COPENHAGEN — Danish shipping and oil group A.P. Moeller-Maersk said Monday it had paid a 3.1-million-dollar (2.3-million-euro) fine to the United States for having violated its embargo on Iran and Sudan.
US authorities sued the Danish group's shipping branch Maersk Line for having used ships registered in the United States to carry commercial cargo to Sudan and Iran between January 2003 and October 2007, thus breaching Washington's embargo on the two countries.
According to the ruling by the US Treasury's Office of Foreign Asset Control (OFAC), the company provided 4,714 shipments of cargo originating in or bound for Sudan and Iran in that period.
The shipping company had risked fines of more than 60 million dollars for the violations, according to the OFAC.
A Maersk spokesman in the United States, Kevin Speers, acknowledged there had been breaches and said the company had negotiated to pay a smaller amount to avoid litigation.
"We recognise our obligation to respect trade sanctions and laws in the countries we operate in and we regret the violations," Speers told AFP.
In the case of Iran, he insisted that "none of the US flagged ships (went to) Iran."
"What happened is that cargo that was either imported or exported in Iran at some point of time was placed on an American flagged ship" belonging to Maersk, "but not in Iran," he stressed.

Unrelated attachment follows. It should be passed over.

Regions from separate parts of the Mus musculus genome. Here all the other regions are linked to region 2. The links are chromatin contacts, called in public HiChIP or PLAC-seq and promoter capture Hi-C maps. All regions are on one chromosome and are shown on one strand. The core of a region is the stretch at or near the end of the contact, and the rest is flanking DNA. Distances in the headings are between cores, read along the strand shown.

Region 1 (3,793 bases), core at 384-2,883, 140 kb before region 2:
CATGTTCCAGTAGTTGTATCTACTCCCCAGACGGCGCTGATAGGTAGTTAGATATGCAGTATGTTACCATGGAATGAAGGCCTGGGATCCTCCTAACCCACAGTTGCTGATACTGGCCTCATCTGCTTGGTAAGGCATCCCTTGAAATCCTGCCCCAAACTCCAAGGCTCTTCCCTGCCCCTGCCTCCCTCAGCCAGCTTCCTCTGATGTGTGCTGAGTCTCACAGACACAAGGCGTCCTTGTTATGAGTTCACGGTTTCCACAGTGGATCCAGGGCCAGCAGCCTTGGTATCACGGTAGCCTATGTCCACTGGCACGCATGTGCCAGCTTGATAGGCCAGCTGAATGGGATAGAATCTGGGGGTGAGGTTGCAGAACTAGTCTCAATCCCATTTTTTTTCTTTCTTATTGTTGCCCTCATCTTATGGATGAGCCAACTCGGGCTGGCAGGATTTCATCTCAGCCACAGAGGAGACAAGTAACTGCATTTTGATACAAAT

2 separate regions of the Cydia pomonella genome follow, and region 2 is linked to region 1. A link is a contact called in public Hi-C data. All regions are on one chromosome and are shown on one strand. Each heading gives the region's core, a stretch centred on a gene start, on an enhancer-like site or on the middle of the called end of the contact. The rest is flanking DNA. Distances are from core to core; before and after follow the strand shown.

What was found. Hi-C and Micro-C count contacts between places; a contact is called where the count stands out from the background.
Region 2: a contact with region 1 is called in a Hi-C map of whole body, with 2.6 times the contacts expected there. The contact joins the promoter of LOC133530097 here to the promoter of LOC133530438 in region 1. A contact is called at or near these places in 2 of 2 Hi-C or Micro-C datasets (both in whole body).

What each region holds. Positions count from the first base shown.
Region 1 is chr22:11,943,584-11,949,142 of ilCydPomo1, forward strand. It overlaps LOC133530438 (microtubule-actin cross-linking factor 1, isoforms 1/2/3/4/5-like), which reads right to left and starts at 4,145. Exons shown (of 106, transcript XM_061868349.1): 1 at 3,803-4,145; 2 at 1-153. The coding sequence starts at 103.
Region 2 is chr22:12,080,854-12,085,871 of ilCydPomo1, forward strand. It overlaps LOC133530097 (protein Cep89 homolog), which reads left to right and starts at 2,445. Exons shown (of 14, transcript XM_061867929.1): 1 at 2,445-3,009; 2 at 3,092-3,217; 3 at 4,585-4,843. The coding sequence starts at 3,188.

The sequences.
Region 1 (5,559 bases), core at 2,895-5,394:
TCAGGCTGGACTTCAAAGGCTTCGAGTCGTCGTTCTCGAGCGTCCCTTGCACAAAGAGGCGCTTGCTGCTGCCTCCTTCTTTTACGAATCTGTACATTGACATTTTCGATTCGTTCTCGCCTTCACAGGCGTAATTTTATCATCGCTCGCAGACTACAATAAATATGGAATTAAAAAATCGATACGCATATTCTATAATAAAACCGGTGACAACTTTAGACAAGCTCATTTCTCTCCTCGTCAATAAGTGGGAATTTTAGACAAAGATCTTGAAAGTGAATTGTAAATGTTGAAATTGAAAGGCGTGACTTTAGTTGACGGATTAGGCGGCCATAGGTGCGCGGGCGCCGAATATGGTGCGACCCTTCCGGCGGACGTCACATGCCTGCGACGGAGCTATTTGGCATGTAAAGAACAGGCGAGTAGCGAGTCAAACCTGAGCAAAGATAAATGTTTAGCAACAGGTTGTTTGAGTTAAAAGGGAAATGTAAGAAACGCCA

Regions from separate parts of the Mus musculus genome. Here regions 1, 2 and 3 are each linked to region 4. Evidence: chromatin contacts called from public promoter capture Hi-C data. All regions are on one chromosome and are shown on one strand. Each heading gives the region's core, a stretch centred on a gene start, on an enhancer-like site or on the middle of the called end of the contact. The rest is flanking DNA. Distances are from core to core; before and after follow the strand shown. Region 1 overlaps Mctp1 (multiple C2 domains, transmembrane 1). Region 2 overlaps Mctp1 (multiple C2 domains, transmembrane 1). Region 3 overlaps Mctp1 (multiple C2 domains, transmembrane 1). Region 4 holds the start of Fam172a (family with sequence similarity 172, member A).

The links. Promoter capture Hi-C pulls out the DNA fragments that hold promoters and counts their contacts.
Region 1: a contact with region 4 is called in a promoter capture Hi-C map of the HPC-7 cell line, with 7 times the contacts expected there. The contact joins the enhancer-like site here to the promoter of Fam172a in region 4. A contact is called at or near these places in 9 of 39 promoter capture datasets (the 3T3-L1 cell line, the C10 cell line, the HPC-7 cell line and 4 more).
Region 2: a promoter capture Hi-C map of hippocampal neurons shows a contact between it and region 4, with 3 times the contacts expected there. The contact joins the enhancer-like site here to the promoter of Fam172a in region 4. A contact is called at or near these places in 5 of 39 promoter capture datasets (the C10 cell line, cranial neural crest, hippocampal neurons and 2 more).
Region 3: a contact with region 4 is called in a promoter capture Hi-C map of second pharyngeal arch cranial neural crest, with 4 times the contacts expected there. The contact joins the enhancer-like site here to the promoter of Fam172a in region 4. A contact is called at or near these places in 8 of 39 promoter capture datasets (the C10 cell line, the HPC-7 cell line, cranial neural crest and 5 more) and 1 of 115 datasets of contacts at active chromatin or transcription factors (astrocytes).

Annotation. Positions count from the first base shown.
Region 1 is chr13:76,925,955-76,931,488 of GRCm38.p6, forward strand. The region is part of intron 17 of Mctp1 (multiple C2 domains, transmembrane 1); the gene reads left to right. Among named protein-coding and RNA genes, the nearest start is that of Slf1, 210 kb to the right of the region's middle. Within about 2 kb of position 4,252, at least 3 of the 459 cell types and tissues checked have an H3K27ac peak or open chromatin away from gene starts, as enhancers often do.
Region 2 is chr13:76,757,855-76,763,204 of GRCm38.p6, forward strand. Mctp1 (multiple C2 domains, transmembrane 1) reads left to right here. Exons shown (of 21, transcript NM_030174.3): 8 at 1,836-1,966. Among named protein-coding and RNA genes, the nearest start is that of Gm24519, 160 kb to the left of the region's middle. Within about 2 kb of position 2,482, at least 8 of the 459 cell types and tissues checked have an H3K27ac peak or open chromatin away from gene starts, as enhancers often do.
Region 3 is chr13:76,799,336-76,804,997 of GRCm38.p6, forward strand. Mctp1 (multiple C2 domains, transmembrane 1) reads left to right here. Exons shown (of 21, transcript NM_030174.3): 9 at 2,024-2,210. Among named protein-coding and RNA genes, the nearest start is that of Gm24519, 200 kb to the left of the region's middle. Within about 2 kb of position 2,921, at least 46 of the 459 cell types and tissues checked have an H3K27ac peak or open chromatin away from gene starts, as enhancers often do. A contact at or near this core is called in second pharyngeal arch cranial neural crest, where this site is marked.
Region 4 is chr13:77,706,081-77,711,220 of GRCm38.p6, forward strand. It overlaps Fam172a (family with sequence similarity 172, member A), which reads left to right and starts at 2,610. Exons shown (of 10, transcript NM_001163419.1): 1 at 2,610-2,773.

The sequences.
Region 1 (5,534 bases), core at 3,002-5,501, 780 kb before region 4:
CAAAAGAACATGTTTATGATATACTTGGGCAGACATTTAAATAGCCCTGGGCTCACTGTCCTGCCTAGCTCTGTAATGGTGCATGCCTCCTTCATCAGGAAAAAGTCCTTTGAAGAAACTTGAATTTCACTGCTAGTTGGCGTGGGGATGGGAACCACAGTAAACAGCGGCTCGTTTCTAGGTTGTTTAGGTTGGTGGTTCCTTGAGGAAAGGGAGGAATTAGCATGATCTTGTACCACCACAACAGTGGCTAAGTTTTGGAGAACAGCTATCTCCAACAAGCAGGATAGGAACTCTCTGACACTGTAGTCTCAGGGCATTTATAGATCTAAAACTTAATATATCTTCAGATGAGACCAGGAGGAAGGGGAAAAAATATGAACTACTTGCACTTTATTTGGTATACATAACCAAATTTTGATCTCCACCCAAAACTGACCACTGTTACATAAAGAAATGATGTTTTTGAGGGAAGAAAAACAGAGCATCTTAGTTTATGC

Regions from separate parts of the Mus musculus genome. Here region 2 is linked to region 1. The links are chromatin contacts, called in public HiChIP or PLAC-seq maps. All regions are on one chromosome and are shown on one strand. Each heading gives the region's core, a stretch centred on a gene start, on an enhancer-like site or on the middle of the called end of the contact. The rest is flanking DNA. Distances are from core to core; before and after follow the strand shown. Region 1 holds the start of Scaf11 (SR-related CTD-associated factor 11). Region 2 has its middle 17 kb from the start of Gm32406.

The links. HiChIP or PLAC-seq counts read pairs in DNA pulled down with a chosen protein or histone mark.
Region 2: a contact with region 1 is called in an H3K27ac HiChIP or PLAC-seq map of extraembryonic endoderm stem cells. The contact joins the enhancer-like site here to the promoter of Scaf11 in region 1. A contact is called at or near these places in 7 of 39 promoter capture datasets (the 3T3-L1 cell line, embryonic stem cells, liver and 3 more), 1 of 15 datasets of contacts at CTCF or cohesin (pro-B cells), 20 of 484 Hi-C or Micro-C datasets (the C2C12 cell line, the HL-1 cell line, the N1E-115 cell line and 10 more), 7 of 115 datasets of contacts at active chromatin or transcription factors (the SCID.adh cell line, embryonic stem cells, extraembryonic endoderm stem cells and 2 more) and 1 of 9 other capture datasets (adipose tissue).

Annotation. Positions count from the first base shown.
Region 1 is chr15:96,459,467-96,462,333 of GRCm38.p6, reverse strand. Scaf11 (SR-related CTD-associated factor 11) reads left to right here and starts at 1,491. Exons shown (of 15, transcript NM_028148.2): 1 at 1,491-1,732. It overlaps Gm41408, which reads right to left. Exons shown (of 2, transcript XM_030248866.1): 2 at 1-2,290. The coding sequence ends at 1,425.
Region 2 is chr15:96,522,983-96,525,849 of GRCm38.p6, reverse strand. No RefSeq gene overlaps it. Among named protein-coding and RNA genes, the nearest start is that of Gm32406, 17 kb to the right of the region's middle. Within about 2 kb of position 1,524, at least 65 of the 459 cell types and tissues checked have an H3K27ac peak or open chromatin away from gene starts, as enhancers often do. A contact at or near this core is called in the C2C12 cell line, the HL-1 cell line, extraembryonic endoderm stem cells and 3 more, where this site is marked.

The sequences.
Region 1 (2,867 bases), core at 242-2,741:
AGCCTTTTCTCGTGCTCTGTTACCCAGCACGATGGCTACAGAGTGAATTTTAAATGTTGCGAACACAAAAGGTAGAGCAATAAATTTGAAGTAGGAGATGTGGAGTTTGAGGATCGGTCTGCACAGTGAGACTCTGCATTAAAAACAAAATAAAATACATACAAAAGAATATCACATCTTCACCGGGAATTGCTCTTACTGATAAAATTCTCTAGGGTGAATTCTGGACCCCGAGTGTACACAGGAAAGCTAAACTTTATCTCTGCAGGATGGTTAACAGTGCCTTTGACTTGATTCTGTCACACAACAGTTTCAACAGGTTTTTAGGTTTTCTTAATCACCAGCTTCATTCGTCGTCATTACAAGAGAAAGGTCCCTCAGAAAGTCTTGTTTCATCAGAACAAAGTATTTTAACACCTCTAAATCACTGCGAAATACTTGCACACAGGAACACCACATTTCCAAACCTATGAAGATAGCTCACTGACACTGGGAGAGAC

When it came to Sudan, however, the situation was different.
"Maersk had a waver from the US government to deliver US Food Aid into Sudan so the US-flagged ship was in Port Sudan to deliver humanitarian aid," Speers said.
But "the booking systems did not identify cargo that was coming on and off the ship and that could be of violation of the embargo," he added.
The US government imposed a trade embargo on Sudan in 1997 due to human rights violations linked to the civil war between the north and south of the African country, and also because of the regime's alleged support of international terrorist groups.
The trade embargo against Iran meanwhile came during the Ronald Reagan administration in 1987 after initial sanctions against the nascent Islamic republic in 1979 had already been tightened in 1984.
According to Maersk spokesman Speers, the shipments in question contained "commercial cargo" and "nothing of a sensitive nature."
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